Anatomy of a MAACs Swim Competition

The Burt Flickinger Athletic Center in Buffalo, NY was the site for this year’s MAAC Men’s and Women’s Swimming and Diving Championships. It was the gathering and celebration of Eastern U.S. colleges’ best.  I attended it to watch my grandson, Scott, perform the breaststroke, both 100 yard and 200 yard events. But, in that process, I also saw young adults participate in a very competitive environment with respect for each other, with respect for the rules of the sport, and with loving acknowledgment of their parents and loved ones in the bleachers.

Typical of parental activity there, one couple in front of me was waving frantically, trying to get the attention of their daughter who was on the swim deck clear across the pool. She finally waved back, smiling. The father said, “There she is! She saw us,” and his laugh suddenly got huskier.

I saw opposing swimmers shake each others’ hands at the end of each heat.  I saw swimmers bend their heads, nodding, to listen to last minute words of “swimdom” from their coaches. I saw team members shout and whistle and gesture encouragement and support to their fellow swimmers. The athletic center echoed with cheers and noisy support from the bleachers. I have no doubt that many parents had sore throats and no voices by the third night.

This was Scott’s final (well, there’s one more championship event later this week) swim competition, so it was very special for that reason. He’s a senior at Niagara University, so soon he’ll be competing in very different environments. He wanted to do well–and he did.  But he discovered that other people thought this was special, too. His older brother, Brian, a very effective swim coach himself, attended and consulted with Scott on his performance, offering his own expertise. I just loved watching the two brothers interact with such enthusiasm.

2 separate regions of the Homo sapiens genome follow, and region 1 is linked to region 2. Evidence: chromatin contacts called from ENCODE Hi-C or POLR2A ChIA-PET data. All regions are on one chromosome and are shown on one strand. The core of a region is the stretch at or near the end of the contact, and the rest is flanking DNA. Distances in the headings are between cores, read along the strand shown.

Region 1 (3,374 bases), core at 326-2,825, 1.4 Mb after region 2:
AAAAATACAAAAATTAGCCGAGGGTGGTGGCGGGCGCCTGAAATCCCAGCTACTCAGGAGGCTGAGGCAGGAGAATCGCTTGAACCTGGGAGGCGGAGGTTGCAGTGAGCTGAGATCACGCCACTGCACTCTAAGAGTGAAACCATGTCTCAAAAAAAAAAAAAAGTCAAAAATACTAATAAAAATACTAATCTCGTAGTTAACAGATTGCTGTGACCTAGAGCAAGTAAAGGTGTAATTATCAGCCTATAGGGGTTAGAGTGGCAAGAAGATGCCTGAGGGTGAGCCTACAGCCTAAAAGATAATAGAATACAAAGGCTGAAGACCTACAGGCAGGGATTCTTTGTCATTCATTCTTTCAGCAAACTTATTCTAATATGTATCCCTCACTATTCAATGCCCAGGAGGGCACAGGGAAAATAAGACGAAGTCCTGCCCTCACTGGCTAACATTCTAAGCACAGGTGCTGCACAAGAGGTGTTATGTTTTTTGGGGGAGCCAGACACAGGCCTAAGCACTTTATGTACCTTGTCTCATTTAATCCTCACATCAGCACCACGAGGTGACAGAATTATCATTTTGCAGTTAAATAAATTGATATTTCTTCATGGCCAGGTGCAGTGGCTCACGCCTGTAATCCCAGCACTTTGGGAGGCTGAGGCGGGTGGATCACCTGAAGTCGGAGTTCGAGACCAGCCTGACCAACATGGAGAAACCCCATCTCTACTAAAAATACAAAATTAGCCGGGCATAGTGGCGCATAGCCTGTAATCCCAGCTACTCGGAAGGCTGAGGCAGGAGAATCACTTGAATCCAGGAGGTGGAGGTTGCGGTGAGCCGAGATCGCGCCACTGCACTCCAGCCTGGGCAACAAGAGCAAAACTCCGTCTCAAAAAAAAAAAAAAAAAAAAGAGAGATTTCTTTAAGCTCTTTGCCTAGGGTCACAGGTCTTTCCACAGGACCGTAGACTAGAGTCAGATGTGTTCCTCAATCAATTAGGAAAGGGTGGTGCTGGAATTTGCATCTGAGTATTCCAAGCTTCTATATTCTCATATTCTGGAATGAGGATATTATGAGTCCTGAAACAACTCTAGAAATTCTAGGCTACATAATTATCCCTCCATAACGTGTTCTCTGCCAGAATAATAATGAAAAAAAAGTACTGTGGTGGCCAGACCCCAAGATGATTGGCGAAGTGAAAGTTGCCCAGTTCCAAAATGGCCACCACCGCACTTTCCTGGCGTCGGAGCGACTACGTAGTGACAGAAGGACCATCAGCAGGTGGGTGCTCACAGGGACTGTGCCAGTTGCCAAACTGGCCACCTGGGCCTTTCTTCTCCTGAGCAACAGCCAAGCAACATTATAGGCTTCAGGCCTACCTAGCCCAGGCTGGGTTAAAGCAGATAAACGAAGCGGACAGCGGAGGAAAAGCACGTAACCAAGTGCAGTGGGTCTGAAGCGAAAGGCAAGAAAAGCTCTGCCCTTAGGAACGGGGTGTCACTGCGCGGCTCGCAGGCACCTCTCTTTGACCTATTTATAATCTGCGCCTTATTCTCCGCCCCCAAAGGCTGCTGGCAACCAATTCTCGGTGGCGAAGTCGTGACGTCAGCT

Then, we were surprised by their grammar school YMCA swim coach, Brad Street’s visit. He came from Rochester, along with former Aquinas Institute swim teammates, to watch Scott perform. What a heartwarming reunion!

So what can we learn from all this? The competition is certainly a lesson in rivalry with respect, in playing by the rules, in accepting judgments with grace and dignity. Would that our world leaders studied that book!

For myself, I got to spend precious time with my grandsons, watching one of them swim like greased lightning. And I was able to meet and spend a little time with Scott’s Niagara friends. These moments are treasures. Treasures that I’ll hold in my heart for years to come.

Here’s a picture of some of Niagara’s swimmers, showing their happiness with their scores and with the knowledge that the meet is just about over!